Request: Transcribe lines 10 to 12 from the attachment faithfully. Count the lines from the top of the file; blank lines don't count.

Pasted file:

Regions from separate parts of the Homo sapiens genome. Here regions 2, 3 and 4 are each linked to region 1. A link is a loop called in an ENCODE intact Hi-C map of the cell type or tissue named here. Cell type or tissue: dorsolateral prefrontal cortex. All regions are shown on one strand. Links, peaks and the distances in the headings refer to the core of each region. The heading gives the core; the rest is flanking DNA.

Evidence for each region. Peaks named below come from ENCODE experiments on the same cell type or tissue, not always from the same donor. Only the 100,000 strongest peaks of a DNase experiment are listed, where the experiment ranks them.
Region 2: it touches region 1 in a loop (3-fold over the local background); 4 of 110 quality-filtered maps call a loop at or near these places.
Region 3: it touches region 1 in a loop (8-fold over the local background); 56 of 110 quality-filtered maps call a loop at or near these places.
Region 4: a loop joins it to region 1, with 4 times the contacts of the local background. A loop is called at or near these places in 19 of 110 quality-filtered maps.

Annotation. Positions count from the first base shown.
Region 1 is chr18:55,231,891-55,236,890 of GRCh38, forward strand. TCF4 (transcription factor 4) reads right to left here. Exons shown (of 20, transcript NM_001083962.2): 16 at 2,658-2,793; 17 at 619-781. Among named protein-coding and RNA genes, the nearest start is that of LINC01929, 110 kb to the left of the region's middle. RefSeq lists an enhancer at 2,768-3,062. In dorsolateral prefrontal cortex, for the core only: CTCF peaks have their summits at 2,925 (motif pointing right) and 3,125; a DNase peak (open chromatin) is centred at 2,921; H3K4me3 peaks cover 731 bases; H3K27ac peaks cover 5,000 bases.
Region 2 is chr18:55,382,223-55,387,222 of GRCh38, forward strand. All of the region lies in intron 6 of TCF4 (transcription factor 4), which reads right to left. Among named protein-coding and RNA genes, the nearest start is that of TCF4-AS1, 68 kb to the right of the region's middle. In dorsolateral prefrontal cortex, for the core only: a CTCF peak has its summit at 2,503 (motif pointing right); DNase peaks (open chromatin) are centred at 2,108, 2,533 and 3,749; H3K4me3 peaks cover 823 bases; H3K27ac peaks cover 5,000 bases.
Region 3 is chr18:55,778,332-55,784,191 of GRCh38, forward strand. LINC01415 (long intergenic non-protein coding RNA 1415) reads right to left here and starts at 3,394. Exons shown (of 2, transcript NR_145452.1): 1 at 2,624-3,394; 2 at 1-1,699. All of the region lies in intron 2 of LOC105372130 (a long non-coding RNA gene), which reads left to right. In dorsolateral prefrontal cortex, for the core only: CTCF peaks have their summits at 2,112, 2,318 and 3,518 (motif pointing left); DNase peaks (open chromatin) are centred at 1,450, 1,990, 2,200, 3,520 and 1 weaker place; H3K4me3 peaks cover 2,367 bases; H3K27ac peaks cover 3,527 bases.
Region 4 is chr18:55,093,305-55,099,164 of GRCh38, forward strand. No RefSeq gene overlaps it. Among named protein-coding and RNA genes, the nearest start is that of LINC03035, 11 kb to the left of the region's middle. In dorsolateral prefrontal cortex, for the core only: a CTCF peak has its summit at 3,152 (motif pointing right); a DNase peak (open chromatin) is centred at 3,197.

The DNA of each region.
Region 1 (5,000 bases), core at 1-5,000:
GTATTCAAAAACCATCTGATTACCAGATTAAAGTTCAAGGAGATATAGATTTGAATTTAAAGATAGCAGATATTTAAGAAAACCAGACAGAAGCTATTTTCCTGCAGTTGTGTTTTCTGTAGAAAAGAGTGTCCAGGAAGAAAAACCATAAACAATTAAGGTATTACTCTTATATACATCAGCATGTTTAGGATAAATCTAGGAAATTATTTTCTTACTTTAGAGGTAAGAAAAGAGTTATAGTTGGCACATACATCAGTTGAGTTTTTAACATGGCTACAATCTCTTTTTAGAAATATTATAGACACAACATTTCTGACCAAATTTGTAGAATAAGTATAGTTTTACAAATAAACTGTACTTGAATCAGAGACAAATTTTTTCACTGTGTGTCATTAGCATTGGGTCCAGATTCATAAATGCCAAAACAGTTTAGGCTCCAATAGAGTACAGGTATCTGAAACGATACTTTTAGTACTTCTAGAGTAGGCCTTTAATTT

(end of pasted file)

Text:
Region 4 is chr18:55,093,305-55,099,164 of GRCh38, forward strand. No RefSeq gene overlaps it. Among named protein-coding and RNA genes, the nearest start is that of LINC03035, 11 kb to the left of the region's middle. In dorsolateral prefrontal cortex, for the core only: a CTCF peak has its summit at 3,152 (motif pointing right); a DNase peak (open chromatin) is centred at 3,197.

The DNA of each region.
Region 1 (5,000 bases), core at 1-5,000: